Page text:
The Southwestern Historical Quarterly, Volume 100, July 1996 - April, 1997 Page: 399
The following text was automatically extracted from the image on this page using optical character recognition software:
After writing her first book, Star of Destiny: The Private Life of Sam and Margaret
Houston, Madge Thornal Roberts was encouraged and told of a need for a new
edition of Houston correspondence that should consist of all known and avail-
able Houston writings, including his personal letters (p. ix). Heeding this advice,
Roberts undertook the mammoth task of editing the first volume of the Personal
Correspondence of Sam Houston, 2839--r845. This volume furnishes new insights
into the life of Sam Houston, information concerning many subjects that Hous-
ton scholars have long debated. Such material includes, but is not limited to, his
love for his wife, his law practice, his finances, his belief in God, and his ability to
stop drinking. More importantly, these letters reveal the private mind of Sam
This correspondence offer the readers a first-hand glimpse into the romantic
world of a couple deeply committed to each other. Sam Houston wrote his wife
at least once and sometime twice a day. Through these romantic letters, one of-
ten gets a sense of how Houston's private life affected his public actions, of the
tension between the public and private life of the man who was President of the
Republic of Texas. These letters also convey evidence of Margaret Houston's
success in convincing her husband to adopt the cause of temperance, with at
least one incident of backsliding.
The letters in this volume, listed chronologically, consist primarily of those
Houston sent to and received from his wife, as well as sent to and received from
military leaders, businessmen, Native American leaders, senators, and governors.
Focusing on one of the most celebrated figures in Texas history, this correspon-
dence will be useful to scholars and students researching the Texas Republic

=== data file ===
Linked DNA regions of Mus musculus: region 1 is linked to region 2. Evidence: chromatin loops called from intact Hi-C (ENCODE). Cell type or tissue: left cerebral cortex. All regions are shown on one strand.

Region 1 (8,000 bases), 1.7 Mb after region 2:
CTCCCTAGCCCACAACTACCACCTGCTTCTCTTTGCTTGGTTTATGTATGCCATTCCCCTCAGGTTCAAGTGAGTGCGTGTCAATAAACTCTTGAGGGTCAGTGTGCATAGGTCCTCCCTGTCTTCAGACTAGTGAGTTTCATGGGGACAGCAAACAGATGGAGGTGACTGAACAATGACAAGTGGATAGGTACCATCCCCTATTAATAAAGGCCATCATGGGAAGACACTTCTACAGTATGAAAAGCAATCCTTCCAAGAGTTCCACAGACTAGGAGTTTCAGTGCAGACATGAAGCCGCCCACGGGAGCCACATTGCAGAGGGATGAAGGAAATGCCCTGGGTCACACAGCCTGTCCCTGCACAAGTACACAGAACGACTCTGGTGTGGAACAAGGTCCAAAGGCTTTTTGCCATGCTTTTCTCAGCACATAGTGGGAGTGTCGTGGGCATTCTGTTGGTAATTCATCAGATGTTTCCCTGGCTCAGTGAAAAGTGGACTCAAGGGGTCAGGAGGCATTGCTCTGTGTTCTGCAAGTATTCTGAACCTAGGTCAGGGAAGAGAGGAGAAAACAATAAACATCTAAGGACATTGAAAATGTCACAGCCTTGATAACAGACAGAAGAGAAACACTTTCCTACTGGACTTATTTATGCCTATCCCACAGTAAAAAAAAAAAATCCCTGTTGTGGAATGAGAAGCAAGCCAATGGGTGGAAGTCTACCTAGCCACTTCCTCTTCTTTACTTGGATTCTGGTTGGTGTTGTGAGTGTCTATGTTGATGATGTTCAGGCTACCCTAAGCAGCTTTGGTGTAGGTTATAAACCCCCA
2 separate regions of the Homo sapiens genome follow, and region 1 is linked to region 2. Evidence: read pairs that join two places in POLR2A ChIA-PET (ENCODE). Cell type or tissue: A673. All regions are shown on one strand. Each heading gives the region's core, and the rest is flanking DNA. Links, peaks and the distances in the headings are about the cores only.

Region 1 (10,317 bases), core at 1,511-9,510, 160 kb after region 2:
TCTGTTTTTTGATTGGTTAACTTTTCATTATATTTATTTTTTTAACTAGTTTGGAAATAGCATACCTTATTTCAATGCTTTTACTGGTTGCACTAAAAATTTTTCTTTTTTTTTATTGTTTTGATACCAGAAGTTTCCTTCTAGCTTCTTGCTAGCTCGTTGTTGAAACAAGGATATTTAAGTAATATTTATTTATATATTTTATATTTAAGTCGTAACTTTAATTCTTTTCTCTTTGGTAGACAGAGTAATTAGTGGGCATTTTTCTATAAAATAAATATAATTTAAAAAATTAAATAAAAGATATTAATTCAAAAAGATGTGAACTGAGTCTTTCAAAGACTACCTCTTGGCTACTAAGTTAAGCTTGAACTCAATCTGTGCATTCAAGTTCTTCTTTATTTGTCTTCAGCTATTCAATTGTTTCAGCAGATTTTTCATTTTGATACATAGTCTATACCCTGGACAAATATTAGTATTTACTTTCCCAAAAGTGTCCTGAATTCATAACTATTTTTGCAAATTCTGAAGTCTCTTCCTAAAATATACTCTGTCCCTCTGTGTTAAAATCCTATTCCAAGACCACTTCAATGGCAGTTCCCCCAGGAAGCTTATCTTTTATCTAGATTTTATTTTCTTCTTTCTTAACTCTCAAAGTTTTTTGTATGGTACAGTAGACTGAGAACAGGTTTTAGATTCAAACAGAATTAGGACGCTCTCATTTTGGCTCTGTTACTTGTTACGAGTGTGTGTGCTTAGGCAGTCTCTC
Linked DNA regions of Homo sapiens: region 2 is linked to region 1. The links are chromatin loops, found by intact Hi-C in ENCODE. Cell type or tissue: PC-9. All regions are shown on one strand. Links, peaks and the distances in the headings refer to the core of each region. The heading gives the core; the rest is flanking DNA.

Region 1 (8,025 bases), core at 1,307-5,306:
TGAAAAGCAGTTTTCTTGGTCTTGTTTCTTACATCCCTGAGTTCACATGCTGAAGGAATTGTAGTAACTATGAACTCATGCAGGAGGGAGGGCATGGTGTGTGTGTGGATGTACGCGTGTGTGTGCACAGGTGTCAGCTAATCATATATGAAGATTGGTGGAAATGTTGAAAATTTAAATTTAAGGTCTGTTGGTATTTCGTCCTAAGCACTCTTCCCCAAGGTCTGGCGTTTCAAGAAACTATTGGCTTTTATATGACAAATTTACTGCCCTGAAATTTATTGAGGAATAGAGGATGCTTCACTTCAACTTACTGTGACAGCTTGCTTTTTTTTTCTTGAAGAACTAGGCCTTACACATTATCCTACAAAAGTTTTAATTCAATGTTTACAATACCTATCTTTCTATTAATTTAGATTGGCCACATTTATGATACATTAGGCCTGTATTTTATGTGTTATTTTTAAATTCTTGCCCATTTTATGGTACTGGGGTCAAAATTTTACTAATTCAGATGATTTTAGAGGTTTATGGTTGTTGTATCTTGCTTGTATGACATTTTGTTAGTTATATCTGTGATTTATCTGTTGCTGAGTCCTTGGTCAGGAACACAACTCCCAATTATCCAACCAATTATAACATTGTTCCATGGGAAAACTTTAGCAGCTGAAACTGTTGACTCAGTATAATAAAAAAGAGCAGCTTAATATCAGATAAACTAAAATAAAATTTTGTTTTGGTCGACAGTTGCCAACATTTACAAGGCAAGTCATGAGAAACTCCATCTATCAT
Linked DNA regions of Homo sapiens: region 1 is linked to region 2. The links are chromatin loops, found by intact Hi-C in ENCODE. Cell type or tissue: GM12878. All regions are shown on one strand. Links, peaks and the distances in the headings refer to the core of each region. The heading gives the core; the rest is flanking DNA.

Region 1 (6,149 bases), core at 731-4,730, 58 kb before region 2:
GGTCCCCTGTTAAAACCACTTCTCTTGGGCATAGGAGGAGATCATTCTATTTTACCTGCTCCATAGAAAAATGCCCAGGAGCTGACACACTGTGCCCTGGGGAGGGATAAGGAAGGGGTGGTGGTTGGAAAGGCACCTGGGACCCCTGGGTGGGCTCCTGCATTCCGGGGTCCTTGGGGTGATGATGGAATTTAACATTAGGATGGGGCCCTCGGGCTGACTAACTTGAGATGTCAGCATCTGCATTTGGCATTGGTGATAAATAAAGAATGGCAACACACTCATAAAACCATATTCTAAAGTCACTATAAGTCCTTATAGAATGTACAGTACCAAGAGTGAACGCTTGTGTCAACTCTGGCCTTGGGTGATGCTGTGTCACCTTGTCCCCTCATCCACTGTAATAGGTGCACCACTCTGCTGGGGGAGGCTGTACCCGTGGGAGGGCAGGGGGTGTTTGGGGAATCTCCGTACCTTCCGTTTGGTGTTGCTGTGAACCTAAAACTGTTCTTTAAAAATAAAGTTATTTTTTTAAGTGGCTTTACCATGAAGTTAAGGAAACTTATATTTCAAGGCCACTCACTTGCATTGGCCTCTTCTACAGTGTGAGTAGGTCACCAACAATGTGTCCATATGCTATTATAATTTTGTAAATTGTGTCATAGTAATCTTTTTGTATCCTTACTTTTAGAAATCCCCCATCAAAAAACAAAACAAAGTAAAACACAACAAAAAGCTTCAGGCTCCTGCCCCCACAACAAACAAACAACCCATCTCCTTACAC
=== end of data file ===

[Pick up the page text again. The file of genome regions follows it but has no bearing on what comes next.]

and the movement toward annexation. Likewise, they provide insights for social
historians through the intriguing details about nineteenth-century manners,
dress, medical practices, farming, transportation, and family dynamics. Not only
do these letters paint a vivid picture of a time and its events but also about how
Houston's religious belief influenced his attitudes toward marriage and family.
Robert has done a thorough job in researching and editing the personal cor-
respondence of Sam Houston. This work represents a respectable achievement,
as it joins a growing list of works on Sam Houston. It also adds a new perspective
to the private life of one of Texas's most celebrated public servants.
Texas Southern University MERLINE PITRE
The Frontiers of Women's Writzng: Women's Narratives and the Rhetoric of Westward Ex-
panszon. By Brigitte Georgi-Findlay. (Tucson: University of Arizona Press,
1996). Pp. xx+349. Preface, acknowledgments, introduction, notes, bibliog-
raphy, index. ISBN 0-8165-1597-2. $19.95, paper.)
Brigitte Georgi-Findlay, a literature professor, deconstructs "texts" (as she calls
them) written by white women who traveled west between 1830 and 1930. Her
writers represent a variety of frontiering types: Midwestern prairie settlers, over-
land trail travelers, army officers' wives, independent adventurers, and Indian
Service matrons. Informed by feminist and postmodern theoretical approaches,
Here’s what’s next.
This issue can be searched. Note: Results may vary based on the legibility of text within the document.
Tools / Downloads
Get a copy of this page or view the extracted text.
Citing and Sharing
Basic information for referencing this web page. We also provide extended guidance on usage rights, references, copying or embedding.
Reference the current page of this Periodical.
Texas State Historical Association. The Southwestern Historical Quarterly, Volume 100, July 1996 - April, 1997, periodical, 1997; Austin, Texas. (texashistory.unt.edu/ark:/67531/metapth101218/m1/465/?rotate=270: accessed April 25, 2018), University of North Texas Libraries, The Portal to Texas History, texashistory.unt.edu; crediting Texas State Historical Association.